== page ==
regardless of the previous operating mode. For the Acorn RiscPC's
StrongARM processor card, this meant an updated version of RISC OS had to
be shipped with the cards.
The blissful simplicity of the traditional 3-stage ARM pipeline and datapath, and the sometimes
quirky timing model associated with it, were the first things to go in the design of
the StrongARM. It's a completely different machine, built from the ground up. The StrongARM pipeline looks instead like an early MIPS or similar
pipeline, and with it comes a less quirky but more hazardous timing and control model.
The machine is sequential, single-issue and in-order with respect to
instruction issue and completion. All instructions pass through all five pipe stages
- Fetch: icache access.
- Decode: instruction control decode and register fetch
- Execute: ALU operations (including pre-ALU shift operations),
and load/store address calculation.
- Buffer: Load/store data cache access; multiplication completion.
- Writeback: Register results are written back to the register file.
Register file and bypasses
The register file, (banked in traditional ARM fashion) is designed to match the
maximum requirements of any simple ARM instruction, so allowing a sustained
throughput of one instruction per clock
where possible without the need for
complex control logic and buffering where more than two register reads are needed:
it has three read ports (A and B operands and shift index are the maximum
requirement) and two write ports (load instruction also with base address writeback).
This design decision is an easy win on the StrongARM, whereas it wasn't on previous
ARM implementations: the StrongARM has a whole clock cycle to perform a read from the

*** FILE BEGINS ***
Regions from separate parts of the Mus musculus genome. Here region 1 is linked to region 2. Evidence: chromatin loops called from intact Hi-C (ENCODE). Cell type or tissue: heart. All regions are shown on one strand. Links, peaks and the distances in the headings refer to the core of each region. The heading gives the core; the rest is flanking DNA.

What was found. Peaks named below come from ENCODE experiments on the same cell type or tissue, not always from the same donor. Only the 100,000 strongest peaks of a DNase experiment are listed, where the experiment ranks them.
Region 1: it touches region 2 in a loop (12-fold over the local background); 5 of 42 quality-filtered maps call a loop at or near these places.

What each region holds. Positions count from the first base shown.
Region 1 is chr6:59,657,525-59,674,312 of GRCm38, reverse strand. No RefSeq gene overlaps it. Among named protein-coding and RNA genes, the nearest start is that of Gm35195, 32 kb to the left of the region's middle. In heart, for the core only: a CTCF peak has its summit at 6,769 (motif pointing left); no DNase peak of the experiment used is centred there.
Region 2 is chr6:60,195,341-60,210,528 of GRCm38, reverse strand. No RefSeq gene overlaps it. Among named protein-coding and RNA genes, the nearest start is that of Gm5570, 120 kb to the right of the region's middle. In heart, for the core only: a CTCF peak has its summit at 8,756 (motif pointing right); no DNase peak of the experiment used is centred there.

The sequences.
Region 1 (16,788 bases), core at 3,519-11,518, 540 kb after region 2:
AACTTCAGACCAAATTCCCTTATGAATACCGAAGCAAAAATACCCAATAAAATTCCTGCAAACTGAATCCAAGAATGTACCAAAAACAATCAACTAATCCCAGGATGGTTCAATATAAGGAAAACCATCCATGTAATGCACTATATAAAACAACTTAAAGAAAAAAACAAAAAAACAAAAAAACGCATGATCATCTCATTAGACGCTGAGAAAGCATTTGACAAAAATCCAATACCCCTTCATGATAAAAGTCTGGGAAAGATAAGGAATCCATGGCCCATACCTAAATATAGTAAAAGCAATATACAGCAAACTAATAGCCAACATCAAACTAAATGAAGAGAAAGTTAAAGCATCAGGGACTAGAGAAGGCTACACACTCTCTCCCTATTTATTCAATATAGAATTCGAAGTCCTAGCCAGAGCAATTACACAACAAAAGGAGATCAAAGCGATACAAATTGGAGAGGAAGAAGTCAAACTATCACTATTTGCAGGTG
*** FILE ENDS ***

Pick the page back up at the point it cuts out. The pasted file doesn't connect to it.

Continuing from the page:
comparatively small register file (27 registers), whereas every previous ARM has had to accomodate
this within the same cycle as the barrel shifter, ALU and register writeback operations.
With the register file being read and written in different pipeline stages,
register bypass paths are needed to deliver the results of previous instructions
to the start of the execution stage. The StrongARM pipeline may produce
only two results in any given cycle: a single result from each of Execute
and Buffer, so to reduce complexity each of these data sources is bypassed
to each of the three register read ports.
Control logic is fairly simple. A register scoreboard ensures that instructions which
have a dependency on an outstanding register result (an instruction which is in Execute or stalled
in Buffer will stall in Decode until the result is available. This stall will cause
the Fetch stage to stall also, but the Execute, Buffer and Writeback stages proceed as normal.
The stall will cause a pipeline bubble (a nop, in essence) to be introduced in the wake of
the stalled instruction. The pipe is inelastic so once introduced, a bubble will also pass
through all stages of the pipe like any other instruction.
Stateful control logic is required for multiple-cycle instructions. Because of the
StrongARM's many read/write ports, the only instructions which have to spend more
than one cycle in any datapath pipestage are multiplication, and load/store multiple (LDM/STM)
instructions. These again stall following instructions in decode (and for multiplies, also in Execute).
Branch instructions calculate the branch target address in Execute, and Fetch will
respond in the next cycle. For taken branch instructions, this means that the instructions previously in
Fetch and Decode are from the untaken path and will be discarded; hence a branch penalty of two cycles.
- SA-110 Microprocessor Technical Reference Manual
- SA-1110 Synopsis
- Digital Semi and ARM press releases